Oceans cover about 70 per cent of the Earth’s surface and marine organisms play an important role in combatting climate change as they absorb greenhouse gases such as CO2. For this issue, The Medium sat down with Dr. Azizur Rahman, a senior research scientist at the University of Toronto, to discuss how coralline algae is able to fight climate change.
Rahman states that “coralline algae is a very abundant species [found] under the ocean” and forms a strong skeleton on the sea floor. To determine “how the skeleton forms under the sea [and] why it is very strong,” Rahman led a team of researchers from UTM, UTSC, Smithsonian National Museum of Natural History, and Australian National University to examine the molecular mechanisms involved.
Rahman and his team “harvested [the coralline algae] from Newfoundland and Labrador” and conducted “in vitro experiments where [they mimicked] the water composition and water chemistry of the ocean in their laboratory.” They were able to discover that chitin was a key player in the formation of coralline algae’s skeleton. As Rahman explains, “chitin is a polymer, and [while it] is used for medical purposes, cleaning water, [and] for fertilizer, this is the first time it has been identified as being involved in forming the skeleton under the sea.”
Another interesting question Rahman sought to answer was why coralline algae was not susceptible to bleaching—a common disease affecting coral—and ocean acidification. Rahman and his team found that the skeleton formed by chitin protects the coralline algae and enables the algae to “deflect climate change.”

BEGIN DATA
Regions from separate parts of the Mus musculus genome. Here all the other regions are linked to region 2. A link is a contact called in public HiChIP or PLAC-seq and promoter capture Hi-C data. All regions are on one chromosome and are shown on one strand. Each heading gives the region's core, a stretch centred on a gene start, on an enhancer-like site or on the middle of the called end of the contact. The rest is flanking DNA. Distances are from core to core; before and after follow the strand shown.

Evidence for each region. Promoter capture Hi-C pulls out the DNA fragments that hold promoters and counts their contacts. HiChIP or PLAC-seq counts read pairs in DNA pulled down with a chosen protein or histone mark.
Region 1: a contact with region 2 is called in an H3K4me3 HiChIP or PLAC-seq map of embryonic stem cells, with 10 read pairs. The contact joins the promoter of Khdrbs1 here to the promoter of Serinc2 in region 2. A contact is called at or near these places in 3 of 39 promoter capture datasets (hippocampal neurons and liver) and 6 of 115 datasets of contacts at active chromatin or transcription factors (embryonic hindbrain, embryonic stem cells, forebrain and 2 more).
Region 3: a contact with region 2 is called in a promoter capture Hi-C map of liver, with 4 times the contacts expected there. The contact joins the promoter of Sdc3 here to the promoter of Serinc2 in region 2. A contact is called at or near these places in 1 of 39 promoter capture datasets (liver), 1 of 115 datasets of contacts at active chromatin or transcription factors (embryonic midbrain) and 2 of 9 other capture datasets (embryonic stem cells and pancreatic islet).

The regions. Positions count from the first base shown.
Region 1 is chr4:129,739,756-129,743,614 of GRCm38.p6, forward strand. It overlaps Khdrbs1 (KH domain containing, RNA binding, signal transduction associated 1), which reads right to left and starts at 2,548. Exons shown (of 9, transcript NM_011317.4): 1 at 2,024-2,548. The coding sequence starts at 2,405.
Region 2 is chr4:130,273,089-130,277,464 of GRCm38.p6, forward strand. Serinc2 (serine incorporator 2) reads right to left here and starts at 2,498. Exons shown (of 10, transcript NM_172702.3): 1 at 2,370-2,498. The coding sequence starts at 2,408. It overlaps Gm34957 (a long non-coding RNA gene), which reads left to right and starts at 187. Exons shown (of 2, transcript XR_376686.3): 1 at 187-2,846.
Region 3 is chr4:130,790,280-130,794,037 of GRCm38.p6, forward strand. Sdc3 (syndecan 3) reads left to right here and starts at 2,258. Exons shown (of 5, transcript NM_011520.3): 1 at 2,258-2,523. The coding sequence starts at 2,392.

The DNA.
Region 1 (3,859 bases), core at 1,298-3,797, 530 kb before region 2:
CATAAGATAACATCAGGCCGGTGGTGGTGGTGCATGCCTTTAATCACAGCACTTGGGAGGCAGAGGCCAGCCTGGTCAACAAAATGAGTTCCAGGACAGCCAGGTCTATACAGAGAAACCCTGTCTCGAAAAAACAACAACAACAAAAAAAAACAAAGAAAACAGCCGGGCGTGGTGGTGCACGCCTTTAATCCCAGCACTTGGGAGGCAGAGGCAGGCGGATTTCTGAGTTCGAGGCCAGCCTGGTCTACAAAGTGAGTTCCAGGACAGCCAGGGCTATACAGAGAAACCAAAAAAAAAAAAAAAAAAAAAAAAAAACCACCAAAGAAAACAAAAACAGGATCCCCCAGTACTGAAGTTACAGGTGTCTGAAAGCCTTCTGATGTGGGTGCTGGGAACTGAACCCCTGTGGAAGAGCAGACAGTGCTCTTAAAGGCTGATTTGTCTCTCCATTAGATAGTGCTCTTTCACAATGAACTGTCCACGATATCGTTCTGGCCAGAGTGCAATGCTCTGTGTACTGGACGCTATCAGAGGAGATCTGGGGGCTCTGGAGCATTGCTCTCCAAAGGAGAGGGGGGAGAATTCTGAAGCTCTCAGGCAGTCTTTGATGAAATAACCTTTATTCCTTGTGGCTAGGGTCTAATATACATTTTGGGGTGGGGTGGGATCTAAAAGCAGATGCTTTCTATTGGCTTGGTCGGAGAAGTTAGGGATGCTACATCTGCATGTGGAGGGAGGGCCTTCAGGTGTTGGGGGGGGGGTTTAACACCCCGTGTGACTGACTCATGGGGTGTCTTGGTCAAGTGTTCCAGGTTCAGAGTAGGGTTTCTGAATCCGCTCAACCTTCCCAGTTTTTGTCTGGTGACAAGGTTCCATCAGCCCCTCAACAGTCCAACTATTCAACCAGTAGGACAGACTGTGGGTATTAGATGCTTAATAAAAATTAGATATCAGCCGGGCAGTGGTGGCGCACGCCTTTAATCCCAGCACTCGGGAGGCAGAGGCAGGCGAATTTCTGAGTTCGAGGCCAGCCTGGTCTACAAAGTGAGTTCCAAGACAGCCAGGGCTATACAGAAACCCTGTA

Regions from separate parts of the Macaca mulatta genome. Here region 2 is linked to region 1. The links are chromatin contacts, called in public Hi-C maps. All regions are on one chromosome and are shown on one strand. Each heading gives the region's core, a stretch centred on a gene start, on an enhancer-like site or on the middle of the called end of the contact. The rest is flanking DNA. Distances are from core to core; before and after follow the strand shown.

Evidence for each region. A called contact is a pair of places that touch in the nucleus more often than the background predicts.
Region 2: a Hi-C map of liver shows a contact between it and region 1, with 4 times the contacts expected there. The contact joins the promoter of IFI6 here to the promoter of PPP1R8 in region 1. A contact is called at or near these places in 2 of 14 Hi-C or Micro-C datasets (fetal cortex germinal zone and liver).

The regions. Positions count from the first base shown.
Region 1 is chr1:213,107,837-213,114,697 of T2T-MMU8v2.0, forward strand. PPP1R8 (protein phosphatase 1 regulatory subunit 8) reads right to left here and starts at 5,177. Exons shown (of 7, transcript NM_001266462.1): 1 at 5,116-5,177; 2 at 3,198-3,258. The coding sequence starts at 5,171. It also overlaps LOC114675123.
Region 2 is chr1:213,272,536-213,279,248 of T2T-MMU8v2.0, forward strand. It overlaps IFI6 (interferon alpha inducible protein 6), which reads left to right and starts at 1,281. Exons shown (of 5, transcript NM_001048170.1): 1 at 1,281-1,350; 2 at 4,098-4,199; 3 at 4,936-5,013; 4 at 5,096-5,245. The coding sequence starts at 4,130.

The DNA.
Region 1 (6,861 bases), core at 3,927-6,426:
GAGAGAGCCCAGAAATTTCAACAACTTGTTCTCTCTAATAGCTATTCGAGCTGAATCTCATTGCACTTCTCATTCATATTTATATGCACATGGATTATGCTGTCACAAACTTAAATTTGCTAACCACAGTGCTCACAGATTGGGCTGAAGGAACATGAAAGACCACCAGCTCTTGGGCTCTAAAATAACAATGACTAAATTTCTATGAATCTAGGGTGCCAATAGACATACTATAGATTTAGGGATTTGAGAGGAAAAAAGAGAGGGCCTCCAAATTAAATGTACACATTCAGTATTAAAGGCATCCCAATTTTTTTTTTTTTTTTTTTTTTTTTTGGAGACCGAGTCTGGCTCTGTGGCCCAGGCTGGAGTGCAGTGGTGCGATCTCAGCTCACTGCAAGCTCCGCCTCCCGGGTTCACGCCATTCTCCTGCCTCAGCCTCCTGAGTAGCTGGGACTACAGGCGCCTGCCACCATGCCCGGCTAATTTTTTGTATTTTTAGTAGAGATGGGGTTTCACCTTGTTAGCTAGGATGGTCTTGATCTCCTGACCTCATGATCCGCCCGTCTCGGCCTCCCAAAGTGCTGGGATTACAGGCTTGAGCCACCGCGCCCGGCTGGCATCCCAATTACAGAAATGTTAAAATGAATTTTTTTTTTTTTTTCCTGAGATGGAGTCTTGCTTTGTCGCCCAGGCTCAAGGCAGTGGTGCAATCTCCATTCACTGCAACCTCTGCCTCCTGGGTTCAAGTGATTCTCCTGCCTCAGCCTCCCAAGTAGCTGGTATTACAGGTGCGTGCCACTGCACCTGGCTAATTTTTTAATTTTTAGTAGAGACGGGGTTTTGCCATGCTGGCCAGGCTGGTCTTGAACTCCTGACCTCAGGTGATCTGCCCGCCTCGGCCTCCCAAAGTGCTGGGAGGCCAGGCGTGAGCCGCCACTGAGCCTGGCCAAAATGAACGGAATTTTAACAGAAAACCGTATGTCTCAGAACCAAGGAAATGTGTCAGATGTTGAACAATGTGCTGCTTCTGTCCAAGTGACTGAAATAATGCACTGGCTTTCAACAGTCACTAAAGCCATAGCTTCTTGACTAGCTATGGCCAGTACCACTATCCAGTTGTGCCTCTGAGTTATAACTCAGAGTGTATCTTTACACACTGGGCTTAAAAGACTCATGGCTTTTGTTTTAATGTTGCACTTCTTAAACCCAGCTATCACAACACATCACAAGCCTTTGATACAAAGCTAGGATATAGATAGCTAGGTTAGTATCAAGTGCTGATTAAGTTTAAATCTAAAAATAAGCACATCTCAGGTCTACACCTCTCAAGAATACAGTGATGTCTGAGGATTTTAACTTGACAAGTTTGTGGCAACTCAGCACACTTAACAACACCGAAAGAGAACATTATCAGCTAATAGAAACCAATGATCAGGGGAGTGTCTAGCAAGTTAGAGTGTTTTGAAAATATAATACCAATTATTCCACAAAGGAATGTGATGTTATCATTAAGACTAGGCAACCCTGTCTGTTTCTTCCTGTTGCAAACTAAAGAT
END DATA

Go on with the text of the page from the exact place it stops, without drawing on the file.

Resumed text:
Rahman has been interested in marine organisms since he was a child and completed his Master’s degree in Fisheries from Bangladesh. He moved to the University of Ryukyus in Japan for his Ph.D. degree, attracted by Japan’s coral reef islands. Following the completion of his Ph.D. in Marine and Environmental Sciences, Rahman was awarded the Presidential Award for Scientists, the highest honour given by the University of Ryukyus for outstanding novel research findings, and was accepted into a highly competitive postdoctoral fellowship program at the University of Ryukyus. He then received “an invitation from Munich University” to complete another postdoctoral fellowship in Germany and spent three years conducting research and teaching.
Rahman arrived in Canada and joined UTM in January 2013. He hopes to “establish marine biology as a subject [at UTM] in the near future” and wants to dispel the misconception that since the University of Toronto is not located near an ocean, we do not need to study the ocean. “We must study the ocean to understand environmental and climate change,” he says.
Rahman concludes by “invit[ing] students to join him in studying this interesting subject” of marine biology when such a program is available. For now, Rahman’s “main goal [is] to study the response of marine organisms to climate change” and he says that his team and himself “will continue to research other species.”